Due to the elimination of various pet food products in the market last year, the debate on the possible risk of mycotoxins in pet foods has increased.
Mycotoxins are highly toxic secondary metabolites of fungi, usually produced by Fusarium, Aspergillus and Penicillium presented in cereals. Those can cause different toxic effects in animals ranging from immune suppression or neurotoxic effects, death in several cases.
Furthermore, the sensitivity to the different mycotoxins differs among animal species and also depends on other factors:
- Toxin: type of mycotoxin consumption, level and duration of intake.
- Animals: sex, age, race, general health, immune status, nutritional status
- Environment: farm management, hygiene, temperature.
Therefore it is very difficult to detect and diagnose problems with mycotoxins in animals.
Mycotoxins certainly represent a potential health threat for pets. According to a recently published study of mycotoxins, raw materials used in commercial foods are frequently contaminated with mycotoxins. Dry pet food is a particular concern because of its content of cereals.
Best known mycotoxins are aflatoxins due that they are potentially carcinogenic and hepatotoxic. In dogs and cats exposed aflatoxins can be observed with the loss of appetite, jaundice, lack of energy, vomiting and even cause death within 3 days of exposure.
Recently in an investigation of 180 samples of dog food in Brazil to see the presence of fungi that produce mycotoxins, were found A. flavus and A. parasiticus species as prevalent in food. These mycotoxins were present in places where environmental storage conditions were not suitable.
The sensitivity of the different animal species to aflatoxins varies too. For example, in rabbits just 0.3 mg / kg in cats 0.55 mg / kg in dogs 1.0 mg / kg in pigs and 1.4-2.0 mg / kg. These species are more sensitive than animals e.g. mice (9.0 mg / kg) or hamsters (10.2 mg / kg). Moreover, aflatoxins have been associated with equine death after consuming contaminated maize at a concentration of 130 ppb of total aflatoxin.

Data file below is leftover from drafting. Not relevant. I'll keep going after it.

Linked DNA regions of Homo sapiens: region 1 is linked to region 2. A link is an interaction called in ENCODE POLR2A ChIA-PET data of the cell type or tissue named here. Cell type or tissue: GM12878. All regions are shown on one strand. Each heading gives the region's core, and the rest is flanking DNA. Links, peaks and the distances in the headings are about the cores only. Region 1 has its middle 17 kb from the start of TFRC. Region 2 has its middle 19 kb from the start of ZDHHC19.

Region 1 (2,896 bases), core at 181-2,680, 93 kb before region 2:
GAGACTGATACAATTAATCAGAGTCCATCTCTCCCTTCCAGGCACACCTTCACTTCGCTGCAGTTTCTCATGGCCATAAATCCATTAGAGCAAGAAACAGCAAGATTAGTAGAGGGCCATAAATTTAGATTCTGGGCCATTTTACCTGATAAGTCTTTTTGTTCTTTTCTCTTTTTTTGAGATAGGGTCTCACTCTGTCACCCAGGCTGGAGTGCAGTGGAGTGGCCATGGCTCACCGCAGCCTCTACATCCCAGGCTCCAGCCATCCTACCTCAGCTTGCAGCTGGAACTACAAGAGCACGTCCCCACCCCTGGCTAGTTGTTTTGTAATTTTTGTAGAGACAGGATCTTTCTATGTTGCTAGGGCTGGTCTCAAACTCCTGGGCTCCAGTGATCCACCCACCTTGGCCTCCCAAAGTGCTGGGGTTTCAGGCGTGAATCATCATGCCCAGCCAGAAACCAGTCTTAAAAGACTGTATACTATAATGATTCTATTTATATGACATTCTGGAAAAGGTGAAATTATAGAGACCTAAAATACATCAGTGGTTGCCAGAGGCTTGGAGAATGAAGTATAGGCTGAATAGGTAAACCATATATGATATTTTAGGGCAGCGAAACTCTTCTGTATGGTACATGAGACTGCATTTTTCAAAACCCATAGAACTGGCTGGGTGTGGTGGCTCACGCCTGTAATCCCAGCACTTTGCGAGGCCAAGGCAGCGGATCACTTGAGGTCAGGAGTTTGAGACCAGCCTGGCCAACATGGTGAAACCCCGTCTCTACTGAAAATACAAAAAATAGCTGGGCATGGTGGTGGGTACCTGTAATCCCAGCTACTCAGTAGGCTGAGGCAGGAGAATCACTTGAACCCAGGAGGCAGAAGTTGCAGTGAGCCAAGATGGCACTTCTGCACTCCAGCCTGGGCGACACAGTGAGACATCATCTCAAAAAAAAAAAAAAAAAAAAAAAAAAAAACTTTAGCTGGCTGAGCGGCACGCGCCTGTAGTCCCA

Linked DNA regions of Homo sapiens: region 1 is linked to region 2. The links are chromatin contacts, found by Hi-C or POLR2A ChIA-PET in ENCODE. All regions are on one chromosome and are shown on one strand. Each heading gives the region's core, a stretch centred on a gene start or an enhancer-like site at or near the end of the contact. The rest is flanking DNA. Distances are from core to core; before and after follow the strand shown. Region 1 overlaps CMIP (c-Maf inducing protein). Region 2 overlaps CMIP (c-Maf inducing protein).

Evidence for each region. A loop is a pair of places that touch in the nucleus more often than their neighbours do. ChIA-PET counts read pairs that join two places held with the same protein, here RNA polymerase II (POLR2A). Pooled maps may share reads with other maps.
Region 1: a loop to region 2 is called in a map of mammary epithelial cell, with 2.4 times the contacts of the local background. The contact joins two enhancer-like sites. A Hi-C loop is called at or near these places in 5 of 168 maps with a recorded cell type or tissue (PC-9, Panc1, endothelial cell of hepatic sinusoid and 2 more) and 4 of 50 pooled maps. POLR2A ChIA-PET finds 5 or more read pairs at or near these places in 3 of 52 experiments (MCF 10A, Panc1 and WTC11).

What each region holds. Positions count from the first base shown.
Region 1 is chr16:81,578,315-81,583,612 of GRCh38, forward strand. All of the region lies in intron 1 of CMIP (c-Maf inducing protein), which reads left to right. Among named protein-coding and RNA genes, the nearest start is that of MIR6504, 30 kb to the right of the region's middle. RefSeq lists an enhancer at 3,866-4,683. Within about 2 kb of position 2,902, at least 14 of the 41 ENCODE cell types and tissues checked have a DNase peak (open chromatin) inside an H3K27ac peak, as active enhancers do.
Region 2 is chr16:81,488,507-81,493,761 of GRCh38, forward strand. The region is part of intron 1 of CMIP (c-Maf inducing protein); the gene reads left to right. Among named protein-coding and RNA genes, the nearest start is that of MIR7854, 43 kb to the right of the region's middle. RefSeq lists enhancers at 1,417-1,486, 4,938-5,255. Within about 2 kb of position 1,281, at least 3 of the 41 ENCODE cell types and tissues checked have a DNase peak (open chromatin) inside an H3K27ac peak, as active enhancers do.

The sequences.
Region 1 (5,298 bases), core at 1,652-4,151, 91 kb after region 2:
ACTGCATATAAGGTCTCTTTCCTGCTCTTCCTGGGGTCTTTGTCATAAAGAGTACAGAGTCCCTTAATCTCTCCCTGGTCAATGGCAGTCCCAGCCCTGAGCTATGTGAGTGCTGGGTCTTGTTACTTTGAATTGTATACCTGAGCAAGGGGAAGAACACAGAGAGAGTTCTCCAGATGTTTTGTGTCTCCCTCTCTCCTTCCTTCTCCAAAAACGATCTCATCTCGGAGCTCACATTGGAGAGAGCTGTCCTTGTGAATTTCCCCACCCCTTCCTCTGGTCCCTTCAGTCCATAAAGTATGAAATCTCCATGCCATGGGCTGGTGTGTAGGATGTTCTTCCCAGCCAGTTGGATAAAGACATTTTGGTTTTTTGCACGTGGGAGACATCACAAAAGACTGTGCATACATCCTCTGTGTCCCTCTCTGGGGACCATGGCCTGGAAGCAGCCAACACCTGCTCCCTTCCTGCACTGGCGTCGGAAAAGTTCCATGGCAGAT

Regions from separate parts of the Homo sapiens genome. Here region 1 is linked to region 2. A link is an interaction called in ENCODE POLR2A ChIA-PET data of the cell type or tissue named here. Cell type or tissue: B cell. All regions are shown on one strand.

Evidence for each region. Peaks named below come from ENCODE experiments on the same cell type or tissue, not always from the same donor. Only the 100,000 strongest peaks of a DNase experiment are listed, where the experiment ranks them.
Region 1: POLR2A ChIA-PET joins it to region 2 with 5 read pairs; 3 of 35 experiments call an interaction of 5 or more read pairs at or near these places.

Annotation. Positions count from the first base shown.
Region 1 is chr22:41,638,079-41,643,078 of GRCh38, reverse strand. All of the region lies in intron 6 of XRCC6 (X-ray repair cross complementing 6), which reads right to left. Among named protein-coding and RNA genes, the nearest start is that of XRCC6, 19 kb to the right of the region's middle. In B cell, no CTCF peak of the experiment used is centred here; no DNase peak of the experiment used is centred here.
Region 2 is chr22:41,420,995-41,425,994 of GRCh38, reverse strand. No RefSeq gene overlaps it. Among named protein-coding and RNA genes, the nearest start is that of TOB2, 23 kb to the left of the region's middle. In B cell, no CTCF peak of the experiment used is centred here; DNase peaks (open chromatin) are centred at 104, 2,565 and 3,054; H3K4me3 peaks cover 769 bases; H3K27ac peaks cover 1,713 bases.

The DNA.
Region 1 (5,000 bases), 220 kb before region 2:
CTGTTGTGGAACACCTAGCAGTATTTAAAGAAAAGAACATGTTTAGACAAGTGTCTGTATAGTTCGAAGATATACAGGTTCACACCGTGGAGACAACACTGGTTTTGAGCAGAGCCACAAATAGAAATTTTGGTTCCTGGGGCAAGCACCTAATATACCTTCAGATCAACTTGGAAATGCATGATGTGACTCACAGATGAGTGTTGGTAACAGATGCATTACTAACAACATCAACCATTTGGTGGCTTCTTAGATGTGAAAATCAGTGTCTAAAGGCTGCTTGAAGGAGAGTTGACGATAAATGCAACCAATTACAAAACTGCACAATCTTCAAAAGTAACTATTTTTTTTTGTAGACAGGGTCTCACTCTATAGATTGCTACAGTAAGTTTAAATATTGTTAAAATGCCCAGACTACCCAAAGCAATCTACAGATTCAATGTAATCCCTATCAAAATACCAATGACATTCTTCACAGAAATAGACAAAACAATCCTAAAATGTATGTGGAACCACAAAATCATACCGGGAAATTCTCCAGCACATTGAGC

Other mycotoxins commonly found in food are ochratoxins, kidney mainly is the target organ. Dogs are especially susceptible to ochratoxin. In dogs, the clinical picture of ochratoxin varies from anorexia, weight loss and vomiting to hyperthermia, dehydration and prostration.
Fusarium mycotoxins (trichothecenes, zearalenone and fumonisin) are concern for companion animals, because many ingredients known in feed contain these toxins.
Trichothecenes cause negative effects on the immune system and lead to digestive disorders (vomiting, diarrhea or food refusal) or bleeding. Zearalenone causes problems in the reproductive system of all species of animals, and finally, fumosinas inhibit the synthesis of various sphingolipids and damage organs in animals. Also in horses can cause leucoencefalomalacia equine lameness, blindness, depression, lack of appetite and death.
The mycotoxin risk management
Mycotoxins are very common contaminants of pet foods, therefore, have a great threat to the health of pets. Testing of pre and post-harvest or proper storage can reduce the risk of mycotoxin contamination, but not completely prevent it. Therefore, to protect pets from the harmful effects of mycotoxins, feed additives are indispensable. These additives in foods may protect animal health by deactivating mycotoxins in contaminated food. These products directly inactivate toxins in the gastrointestinal tract of animals, either based on adsorption of mycotoxins or biological degradation.